East New York/Brownsville Forum Brings Proactive Approach To Health & Wellness

To be forewarned is to be forearmed, and as the East New York/Brownsville communities move ahead with a $1.4 billion state investment into their communities, it should be up to them to prioritize their needs and how the capital is getting spent.

That was the genesis of Saturday’s East Brooklyn Call To Action For Health and Economic Justice forum held at PS 156 Waverly, 104 Sutter Avenue in East New York.

The $1.4 billion investment is part of Gov. Andrew Cuomo’s ongoing Vital Brooklyn initiative, which seeks to transform the Central Brooklyn region by identifying and investing in eight integrated areas that will help to establish a national paradigm for addressing chronic disparities, such as systemic violence and entrenched poverty in high-need communities.

Among the items funded thus far included the playground at the school where the forum was held, which is part of $10.6 million being provided to transform eight schoolyards into community playgrounds.

“The genesis of the call to action is to get the community to empower themselves rather than having the city invade upon their life,” said Brookdale Hospital & Medical Center Vice President of External Affairs Khari Edwards. “This came about because we’re trying to get the community to take a proactive approach in this.”

Public Advocate Jumaane Williams, center, speaks with Khari Edwards from Brooklyn Hospital and Medical Center. Photo by Saul Joseph.

The forum, which drew several hundred people, included Dr. Torian Easterling, from the city’s Department of Health and Mental Hygiene (DOHMH), who delivered an East New and Brownsville community health profile.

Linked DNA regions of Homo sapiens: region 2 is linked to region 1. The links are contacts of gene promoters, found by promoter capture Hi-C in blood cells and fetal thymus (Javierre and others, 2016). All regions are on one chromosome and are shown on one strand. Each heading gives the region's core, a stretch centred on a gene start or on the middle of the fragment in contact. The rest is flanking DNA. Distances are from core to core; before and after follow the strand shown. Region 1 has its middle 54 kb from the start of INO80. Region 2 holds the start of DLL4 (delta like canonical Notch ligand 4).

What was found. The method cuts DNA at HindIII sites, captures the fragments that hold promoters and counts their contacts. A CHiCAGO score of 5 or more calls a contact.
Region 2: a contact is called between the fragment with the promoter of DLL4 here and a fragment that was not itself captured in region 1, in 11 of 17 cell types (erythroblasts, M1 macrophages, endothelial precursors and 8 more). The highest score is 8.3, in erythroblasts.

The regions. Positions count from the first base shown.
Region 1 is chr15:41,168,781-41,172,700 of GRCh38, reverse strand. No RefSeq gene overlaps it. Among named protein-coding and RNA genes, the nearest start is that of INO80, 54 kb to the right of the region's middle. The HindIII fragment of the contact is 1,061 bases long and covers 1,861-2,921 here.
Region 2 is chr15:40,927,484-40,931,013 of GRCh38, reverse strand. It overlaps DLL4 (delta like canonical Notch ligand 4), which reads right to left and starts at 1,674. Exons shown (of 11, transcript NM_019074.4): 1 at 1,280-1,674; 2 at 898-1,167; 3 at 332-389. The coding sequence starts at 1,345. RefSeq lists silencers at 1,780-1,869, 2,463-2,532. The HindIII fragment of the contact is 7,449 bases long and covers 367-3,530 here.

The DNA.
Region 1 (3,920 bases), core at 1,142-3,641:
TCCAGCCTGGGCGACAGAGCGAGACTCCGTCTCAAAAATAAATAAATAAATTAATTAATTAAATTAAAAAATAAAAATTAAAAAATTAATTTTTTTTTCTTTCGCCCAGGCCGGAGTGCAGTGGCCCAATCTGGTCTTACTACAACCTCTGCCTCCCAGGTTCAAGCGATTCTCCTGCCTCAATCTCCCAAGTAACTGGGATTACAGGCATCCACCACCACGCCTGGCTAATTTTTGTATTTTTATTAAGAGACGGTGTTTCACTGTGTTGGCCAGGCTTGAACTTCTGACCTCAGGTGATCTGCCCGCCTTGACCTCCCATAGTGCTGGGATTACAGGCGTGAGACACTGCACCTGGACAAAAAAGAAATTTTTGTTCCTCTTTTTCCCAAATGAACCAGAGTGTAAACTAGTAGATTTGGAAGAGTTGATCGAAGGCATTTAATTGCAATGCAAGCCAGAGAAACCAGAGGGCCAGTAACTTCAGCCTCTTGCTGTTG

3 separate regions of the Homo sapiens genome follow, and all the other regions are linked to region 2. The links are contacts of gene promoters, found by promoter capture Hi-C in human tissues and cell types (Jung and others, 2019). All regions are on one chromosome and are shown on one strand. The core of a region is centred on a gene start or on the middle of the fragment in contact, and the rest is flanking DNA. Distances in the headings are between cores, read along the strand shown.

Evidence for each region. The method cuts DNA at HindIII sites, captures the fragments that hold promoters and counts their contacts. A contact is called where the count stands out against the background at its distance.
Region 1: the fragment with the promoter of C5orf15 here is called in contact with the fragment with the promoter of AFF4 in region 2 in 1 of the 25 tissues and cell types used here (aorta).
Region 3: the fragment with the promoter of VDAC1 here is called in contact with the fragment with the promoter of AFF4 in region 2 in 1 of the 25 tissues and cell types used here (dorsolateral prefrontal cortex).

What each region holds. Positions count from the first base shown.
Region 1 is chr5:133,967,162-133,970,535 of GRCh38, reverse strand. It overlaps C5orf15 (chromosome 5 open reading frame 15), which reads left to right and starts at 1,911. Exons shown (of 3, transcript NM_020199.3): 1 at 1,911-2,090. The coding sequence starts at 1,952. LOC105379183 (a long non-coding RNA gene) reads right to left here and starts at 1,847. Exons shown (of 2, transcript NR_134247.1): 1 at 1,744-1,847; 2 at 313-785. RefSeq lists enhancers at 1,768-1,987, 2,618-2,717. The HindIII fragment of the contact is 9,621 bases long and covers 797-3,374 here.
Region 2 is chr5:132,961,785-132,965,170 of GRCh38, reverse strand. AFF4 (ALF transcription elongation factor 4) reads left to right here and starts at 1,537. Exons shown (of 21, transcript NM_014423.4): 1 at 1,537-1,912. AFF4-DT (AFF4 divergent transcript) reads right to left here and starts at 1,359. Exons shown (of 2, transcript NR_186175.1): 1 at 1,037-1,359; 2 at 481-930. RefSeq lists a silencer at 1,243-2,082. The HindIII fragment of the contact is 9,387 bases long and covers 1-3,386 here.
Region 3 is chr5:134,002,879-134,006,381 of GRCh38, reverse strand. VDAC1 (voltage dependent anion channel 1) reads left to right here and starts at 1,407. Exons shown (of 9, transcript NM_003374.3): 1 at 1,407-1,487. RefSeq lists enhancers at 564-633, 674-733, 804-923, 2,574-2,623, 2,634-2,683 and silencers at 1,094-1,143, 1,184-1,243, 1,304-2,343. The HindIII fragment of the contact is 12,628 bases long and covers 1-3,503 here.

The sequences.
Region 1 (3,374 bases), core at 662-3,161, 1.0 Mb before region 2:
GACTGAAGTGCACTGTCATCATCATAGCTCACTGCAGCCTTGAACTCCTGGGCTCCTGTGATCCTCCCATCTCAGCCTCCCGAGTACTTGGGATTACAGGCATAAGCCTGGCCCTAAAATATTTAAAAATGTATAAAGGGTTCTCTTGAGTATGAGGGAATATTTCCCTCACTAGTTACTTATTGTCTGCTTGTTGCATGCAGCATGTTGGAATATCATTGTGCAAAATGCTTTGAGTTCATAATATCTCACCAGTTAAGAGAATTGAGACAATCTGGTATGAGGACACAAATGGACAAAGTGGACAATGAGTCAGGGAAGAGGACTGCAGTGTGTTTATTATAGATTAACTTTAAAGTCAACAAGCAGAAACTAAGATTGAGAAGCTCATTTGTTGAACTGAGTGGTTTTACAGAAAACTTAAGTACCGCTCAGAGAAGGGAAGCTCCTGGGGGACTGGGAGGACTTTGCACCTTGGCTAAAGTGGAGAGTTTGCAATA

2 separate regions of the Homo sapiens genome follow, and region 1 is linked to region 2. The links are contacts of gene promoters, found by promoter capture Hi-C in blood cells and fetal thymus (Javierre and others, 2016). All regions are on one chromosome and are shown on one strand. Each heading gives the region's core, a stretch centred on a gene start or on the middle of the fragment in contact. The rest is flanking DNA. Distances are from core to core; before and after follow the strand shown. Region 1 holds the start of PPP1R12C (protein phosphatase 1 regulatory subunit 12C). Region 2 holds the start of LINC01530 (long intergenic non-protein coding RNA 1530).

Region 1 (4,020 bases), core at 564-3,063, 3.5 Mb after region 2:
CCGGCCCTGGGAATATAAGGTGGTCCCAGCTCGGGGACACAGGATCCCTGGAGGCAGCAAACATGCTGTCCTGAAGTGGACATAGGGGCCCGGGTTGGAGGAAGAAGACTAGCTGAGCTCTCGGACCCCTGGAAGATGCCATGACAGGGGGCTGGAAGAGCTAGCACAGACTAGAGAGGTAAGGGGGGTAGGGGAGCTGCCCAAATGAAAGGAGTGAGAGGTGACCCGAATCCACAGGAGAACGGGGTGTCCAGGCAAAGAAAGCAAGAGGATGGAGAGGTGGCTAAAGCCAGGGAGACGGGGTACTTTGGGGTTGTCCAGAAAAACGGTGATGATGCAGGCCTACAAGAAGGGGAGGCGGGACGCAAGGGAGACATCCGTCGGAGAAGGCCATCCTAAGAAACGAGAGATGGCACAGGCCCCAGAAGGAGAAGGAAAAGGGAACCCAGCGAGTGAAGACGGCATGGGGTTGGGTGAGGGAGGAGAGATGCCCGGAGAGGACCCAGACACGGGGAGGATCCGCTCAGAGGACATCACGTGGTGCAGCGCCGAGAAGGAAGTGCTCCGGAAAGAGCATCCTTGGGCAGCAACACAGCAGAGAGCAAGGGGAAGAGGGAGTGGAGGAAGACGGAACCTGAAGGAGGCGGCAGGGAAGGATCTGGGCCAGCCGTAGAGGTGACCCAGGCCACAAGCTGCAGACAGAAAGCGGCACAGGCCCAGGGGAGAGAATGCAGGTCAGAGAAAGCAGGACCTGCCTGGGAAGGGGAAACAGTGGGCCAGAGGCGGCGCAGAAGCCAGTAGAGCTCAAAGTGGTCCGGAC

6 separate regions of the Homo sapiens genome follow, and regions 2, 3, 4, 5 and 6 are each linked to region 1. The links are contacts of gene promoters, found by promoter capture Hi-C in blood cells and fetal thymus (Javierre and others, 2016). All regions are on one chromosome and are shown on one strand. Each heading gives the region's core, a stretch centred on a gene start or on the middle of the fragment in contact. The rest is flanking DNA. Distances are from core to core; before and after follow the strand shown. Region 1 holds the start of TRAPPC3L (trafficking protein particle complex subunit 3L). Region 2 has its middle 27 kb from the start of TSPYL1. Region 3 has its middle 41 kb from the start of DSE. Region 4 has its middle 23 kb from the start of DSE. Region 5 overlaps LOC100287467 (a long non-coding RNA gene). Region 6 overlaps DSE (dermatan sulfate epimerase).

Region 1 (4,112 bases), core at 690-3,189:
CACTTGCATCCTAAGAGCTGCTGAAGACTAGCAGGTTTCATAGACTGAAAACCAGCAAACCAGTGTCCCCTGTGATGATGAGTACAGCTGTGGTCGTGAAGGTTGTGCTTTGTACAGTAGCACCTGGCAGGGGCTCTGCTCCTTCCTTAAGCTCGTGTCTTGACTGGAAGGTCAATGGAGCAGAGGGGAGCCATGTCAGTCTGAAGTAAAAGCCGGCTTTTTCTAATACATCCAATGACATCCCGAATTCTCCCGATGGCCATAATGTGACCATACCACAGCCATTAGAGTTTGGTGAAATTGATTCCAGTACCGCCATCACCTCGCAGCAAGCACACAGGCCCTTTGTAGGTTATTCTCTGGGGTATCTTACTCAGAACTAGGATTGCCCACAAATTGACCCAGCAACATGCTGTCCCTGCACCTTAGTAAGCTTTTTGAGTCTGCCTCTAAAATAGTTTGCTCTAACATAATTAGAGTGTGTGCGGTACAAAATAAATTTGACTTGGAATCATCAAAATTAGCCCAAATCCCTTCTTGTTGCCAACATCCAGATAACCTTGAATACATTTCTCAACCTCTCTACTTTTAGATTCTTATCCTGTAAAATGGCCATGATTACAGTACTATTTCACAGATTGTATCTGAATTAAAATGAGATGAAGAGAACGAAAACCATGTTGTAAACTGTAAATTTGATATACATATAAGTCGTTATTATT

The profile and related survey, found among other noteworthy facts, a much higher rate of both infant and mom mortality in both Brownsville and East New York; a lack of fresh food and produce, and a lack of access to mental health services.

As action steps and key funding priorities, the DuBois-Bunche Center for Public Policy at CUNY’s Medgar Evers College made eight recommendations. They include:

  • Transform the local food system by expanding urban farming on school campuses, hospital property, and vacant land to support the development of gardens and nutritional education in schools.
  • Work with the city to develop business plans for local farms to sell produce to hospitals, schools and city facilities.
  • Building on the DOHMH efforts to organize and support local bodegas seeking to offer fresh produce.
  • Study the feasibility of establishing a “community wellness hub.”
  • Expand the presence of Community Health Workers in Brownsville and East New York.
  • Develop summer camp programs focussed on nutrition and exercise.
  • Reduce violence by expanding economic opportunities (particularly for formerly incarcerated people) through education, apprenticeships, and job placement on construction, green energy, building retrofits and healthcare.
  • Launch a Healthy Buildings program that tackles unhealthy residential conditions that exacerbate asthma and other medical conditions.
Assemblywoman Latrice Walker spoke about the governor’s initiative, whihc is bringing a $1.4 billion investment to Central Brooklyn. Photo by Saul Joseph.

Among the elected officials who spoke about the need for the community to take a proactive stance in how the money can be spent, and in how to participate in the process was Brooklyn Borough President Eric Adams, Public Advocate Jumaane Williams, Assembly Member Latrice Walker and City Council Member Alicka Ampry-Samuel.

Former Assemblyman Roger Greene, now the co-chair of the Coalition to Transform Interfaith Hospital, served as MC, along with Edwards.

“Every community deserves equal access to the resources they need to succeed, like adequate healthcare, affordable housing and good paying jobs,” said Williams.

“Conversations with community members and stakeholders are an important step toward achieving this goal, so as public advocate, I will continue to partner with those who can help expand these efforts across the city,” he added.

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